RCM Editorial: Writing from the Road…

Gary and I are working this week out of our old haunt, New York City. We are having a great time, accomplishing a lot, and enjoying NYC (all together now: LET’S GO RANGERS!!). Plenty has happened in the markets this week and we will get back to blogging the ‘News that Moves’ as soon as possible.

I felt I would make just a few comments to tide you over:

In our last blog (Feb. 6th) we explained that the rally last week appeared to us to be a classic example of the ‘buy the rumor’ type of trade. This week’s trading has completed that phrase as the markets have ‘sold the news’. No surprises here. As the markets move lower during a bear trend you will often see violent moves higher on rumor and then the true trend settles back in as the news is revealed. What must be understood is the following: No one piece of news is capable of changing the trend.

The congressional hearing today illustrated another case of ridiculous political grandstanding. The USA has serious issues that need to be resolved and these jokers are wasting their time grilling the CEOs of the banking industry. I will not waste time on the absurdity of Barney Frank or his cohorts. I will simply say this: If they were wearing togas they would strongly resemble the rabble that surrounded Caesar. Except Caesar, in this example, is the collected citizens of the USA.

One investment theme does surface during this sham of a hearing. Time was wasted complaining about bonuses to management. Cato, Brutus and the rest want to restrict the free market and control payouts of all the banks receiving government funds. While this control has a wonderful populist sound and plays well while pandering, it has one simple effect: The talented people inside these banks – people who are needed to fix this mess – will simply leave. The senators claim to be protecting taxpayers, but this view is completely shortsighted. It is the proverbial cutting off the nose to spite the face. The talent will walk, start their own investment banks when the time is right, and then profit, while the old banks the taxpayer owns will languish and under perform.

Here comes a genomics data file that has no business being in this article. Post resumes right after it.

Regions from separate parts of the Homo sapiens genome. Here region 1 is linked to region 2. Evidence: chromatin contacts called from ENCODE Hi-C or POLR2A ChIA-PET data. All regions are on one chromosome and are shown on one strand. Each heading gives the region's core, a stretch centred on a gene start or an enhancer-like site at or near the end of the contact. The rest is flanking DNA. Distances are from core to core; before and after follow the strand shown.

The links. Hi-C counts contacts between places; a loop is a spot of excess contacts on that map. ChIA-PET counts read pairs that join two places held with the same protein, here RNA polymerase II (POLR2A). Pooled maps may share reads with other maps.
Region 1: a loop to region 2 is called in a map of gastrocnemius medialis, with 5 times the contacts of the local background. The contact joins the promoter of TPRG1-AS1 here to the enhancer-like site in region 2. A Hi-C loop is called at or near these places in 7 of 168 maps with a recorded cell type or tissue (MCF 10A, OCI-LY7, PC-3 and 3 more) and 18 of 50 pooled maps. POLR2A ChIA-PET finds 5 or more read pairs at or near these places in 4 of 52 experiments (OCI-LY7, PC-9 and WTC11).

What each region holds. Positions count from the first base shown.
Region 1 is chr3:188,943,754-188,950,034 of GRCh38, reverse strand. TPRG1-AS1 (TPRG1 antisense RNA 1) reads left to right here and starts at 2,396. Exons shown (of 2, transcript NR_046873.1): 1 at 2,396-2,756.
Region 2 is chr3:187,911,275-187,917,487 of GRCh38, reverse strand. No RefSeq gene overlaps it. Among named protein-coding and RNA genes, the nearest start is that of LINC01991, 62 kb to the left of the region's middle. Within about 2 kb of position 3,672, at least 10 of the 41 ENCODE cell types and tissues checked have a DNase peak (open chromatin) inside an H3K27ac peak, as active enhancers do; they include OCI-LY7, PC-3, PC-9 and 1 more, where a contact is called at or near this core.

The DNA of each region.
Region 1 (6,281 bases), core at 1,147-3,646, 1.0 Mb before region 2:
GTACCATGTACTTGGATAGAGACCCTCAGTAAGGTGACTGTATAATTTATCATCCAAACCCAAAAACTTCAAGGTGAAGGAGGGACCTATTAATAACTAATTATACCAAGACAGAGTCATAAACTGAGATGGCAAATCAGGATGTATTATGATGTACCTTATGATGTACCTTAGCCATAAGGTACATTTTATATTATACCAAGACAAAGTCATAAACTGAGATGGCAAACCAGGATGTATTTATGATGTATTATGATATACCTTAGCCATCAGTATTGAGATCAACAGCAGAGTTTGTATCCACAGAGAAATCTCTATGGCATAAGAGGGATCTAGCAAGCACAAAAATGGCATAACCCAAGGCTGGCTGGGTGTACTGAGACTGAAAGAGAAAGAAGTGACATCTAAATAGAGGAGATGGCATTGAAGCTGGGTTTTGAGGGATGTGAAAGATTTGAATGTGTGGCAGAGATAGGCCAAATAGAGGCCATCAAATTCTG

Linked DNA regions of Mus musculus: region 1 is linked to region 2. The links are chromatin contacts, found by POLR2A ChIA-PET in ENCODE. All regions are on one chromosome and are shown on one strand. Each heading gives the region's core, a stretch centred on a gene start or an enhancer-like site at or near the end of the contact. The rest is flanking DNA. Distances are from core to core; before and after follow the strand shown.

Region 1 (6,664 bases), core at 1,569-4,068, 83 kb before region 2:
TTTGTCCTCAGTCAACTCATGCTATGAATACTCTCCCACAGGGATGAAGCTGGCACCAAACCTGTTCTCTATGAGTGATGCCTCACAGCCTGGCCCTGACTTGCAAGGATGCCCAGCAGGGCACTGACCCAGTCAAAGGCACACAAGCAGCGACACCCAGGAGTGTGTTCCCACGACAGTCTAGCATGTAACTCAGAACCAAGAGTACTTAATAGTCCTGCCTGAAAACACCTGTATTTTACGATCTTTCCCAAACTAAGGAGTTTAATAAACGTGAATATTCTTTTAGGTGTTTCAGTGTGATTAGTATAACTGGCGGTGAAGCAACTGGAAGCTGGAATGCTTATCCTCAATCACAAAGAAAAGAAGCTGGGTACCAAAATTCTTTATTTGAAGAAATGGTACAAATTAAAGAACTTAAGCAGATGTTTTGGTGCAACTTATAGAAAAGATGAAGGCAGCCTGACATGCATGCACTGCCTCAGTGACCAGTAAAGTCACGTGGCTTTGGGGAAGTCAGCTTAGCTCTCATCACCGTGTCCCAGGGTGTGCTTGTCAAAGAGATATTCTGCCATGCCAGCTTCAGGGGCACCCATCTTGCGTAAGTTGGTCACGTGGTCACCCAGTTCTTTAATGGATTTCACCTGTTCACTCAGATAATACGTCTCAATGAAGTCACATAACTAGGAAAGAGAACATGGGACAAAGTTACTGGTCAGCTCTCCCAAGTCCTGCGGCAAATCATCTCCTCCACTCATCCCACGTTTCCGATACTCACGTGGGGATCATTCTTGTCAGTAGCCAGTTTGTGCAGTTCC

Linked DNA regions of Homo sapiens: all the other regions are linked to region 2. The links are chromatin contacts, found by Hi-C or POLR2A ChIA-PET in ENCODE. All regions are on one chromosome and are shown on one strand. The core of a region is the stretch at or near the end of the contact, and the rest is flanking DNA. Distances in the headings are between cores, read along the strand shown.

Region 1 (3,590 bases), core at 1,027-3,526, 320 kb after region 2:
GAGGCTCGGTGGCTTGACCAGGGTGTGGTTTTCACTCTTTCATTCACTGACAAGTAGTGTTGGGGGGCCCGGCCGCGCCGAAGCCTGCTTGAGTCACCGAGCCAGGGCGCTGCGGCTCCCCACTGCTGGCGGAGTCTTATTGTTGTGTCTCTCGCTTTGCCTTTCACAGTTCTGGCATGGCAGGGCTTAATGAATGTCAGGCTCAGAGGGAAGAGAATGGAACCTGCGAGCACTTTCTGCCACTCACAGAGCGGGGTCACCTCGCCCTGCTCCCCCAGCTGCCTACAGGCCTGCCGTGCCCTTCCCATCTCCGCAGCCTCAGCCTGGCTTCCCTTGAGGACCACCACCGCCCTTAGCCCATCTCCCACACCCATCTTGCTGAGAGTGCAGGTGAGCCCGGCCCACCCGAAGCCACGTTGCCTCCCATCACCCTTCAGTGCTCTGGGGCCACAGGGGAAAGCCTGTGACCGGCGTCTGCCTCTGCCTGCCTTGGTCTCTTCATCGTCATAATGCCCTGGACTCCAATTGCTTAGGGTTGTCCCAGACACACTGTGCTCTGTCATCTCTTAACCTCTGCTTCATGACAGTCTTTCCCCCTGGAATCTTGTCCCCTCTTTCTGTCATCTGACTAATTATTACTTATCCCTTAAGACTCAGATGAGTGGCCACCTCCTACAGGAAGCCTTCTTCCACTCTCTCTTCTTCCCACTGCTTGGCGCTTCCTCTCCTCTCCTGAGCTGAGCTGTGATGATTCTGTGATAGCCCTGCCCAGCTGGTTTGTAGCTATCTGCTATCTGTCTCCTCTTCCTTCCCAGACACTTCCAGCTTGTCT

So, the investment theme is simply to continue shortselling the banks (including Goldman Sachs & JP Morgan) as the diaspora of talent unfolds. This does not mean these stocks will go straight down. Like all investment themes, a nimble manager will be required to reap the rewards, but reap we will as if it were a full moon.

About Bret Rosenthal

Interpreting the news that moves markets. Principal of RCM, LLC, and founding partner of the Fortune's Favor Family of Funds
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